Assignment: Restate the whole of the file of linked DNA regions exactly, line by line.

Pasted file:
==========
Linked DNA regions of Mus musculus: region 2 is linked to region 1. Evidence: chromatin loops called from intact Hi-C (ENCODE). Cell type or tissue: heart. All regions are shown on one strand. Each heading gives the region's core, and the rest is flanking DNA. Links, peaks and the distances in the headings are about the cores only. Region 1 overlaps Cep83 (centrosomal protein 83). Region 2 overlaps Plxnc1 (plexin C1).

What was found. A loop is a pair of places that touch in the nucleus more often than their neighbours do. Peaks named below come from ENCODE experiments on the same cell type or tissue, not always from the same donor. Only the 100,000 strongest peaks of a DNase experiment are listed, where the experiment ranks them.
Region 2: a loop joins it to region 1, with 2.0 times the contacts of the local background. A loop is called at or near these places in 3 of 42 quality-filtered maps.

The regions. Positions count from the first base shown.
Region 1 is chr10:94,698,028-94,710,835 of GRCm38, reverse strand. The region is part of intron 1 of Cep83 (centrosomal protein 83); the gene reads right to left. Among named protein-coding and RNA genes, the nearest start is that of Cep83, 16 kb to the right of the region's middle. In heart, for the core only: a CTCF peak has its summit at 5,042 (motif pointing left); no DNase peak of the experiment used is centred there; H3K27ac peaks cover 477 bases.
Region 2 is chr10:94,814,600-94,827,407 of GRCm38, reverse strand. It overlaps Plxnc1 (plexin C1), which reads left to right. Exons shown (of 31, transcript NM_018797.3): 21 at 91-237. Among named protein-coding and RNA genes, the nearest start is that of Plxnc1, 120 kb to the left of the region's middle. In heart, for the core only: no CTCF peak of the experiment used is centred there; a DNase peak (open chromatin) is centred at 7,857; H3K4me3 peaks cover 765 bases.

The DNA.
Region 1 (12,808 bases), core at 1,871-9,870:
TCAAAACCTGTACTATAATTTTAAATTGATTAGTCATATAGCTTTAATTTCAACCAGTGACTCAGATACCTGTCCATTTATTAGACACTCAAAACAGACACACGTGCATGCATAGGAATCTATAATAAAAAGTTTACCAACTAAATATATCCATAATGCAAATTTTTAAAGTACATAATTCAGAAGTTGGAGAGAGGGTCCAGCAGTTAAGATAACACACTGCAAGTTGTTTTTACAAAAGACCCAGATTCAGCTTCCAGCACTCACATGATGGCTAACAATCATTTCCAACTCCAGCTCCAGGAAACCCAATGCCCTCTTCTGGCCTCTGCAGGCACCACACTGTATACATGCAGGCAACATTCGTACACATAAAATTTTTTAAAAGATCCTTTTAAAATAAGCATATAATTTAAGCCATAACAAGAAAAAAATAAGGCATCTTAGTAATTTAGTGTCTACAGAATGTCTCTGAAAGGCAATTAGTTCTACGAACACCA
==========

Linked DNA regions of Mus musculus: region 2 is linked to region 1. Evidence: chromatin loops called from intact Hi-C (ENCODE). Cell type or tissue: heart. All regions are shown on one strand. Each heading gives the region's core, and the rest is flanking DNA. Links, peaks and the distances in the headings are about the cores only. Region 1 overlaps Cep83 (centrosomal protein 83). Region 2 overlaps Plxnc1 (plexin C1).

What was found. A loop is a pair of places that touch in the nucleus more often than their neighbours do. Peaks named below come from ENCODE experiments on the same cell type or tissue, not always from the same donor. Only the 100,000 strongest peaks of a DNase experiment are listed, where the experiment ranks them.
Region 2: a loop joins it to region 1, with 2.0 times the contacts of the local background. A loop is called at or near these places in 3 of 42 quality-filtered maps.

The regions. Positions count from the first base shown.
Region 1 is chr10:94,698,028-94,710,835 of GRCm38, reverse strand. The region is part of intron 1 of Cep83 (centrosomal protein 83); the gene reads right to left. Among named protein-coding and RNA genes, the nearest start is that of Cep83, 16 kb to the right of the region's middle. In heart, for the core only: a CTCF peak has its summit at 5,042 (motif pointing left); no DNase peak of the experiment used is centred there; H3K27ac peaks cover 477 bases.
Region 2 is chr10:94,814,600-94,827,407 of GRCm38, reverse strand. It overlaps Plxnc1 (plexin C1), which reads left to right. Exons shown (of 31, transcript NM_018797.3): 21 at 91-237. Among named protein-coding and RNA genes, the nearest start is that of Plxnc1, 120 kb to the left of the region's middle. In heart, for the core only: no CTCF peak of the experiment used is centred there; a DNase peak (open chromatin) is centred at 7,857; H3K4me3 peaks cover 765 bases.

The DNA.
Region 1 (12,808 bases), core at 1,871-9,870:
TCAAAACCTGTACTATAATTTTAAATTGATTAGTCATATAGCTTTAATTTCAACCAGTGACTCAGATACCTGTCCATTTATTAGACACTCAAAACAGACACACGTGCATGCATAGGAATCTATAATAAAAAGTTTACCAACTAAATATATCCATAATGCAAATTTTTAAAGTACATAATTCAGAAGTTGGAGAGAGGGTCCAGCAGTTAAGATAACACACTGCAAGTTGTTTTTACAAAAGACCCAGATTCAGCTTCCAGCACTCACATGATGGCTAACAATCATTTCCAACTCCAGCTCCAGGAAACCCAATGCCCTCTTCTGGCCTCTGCAGGCACCACACTGTATACATGCAGGCAACATTCGTACACATAAAATTTTTTAAAAGATCCTTTTAAAATAAGCATATAATTTAAGCCATAACAAGAAAAAAATAAGGCATCTTAGTAATTTAGTGTCTACAGAATGTCTCTGAAAGGCAATTAGTTCTACGAACACCA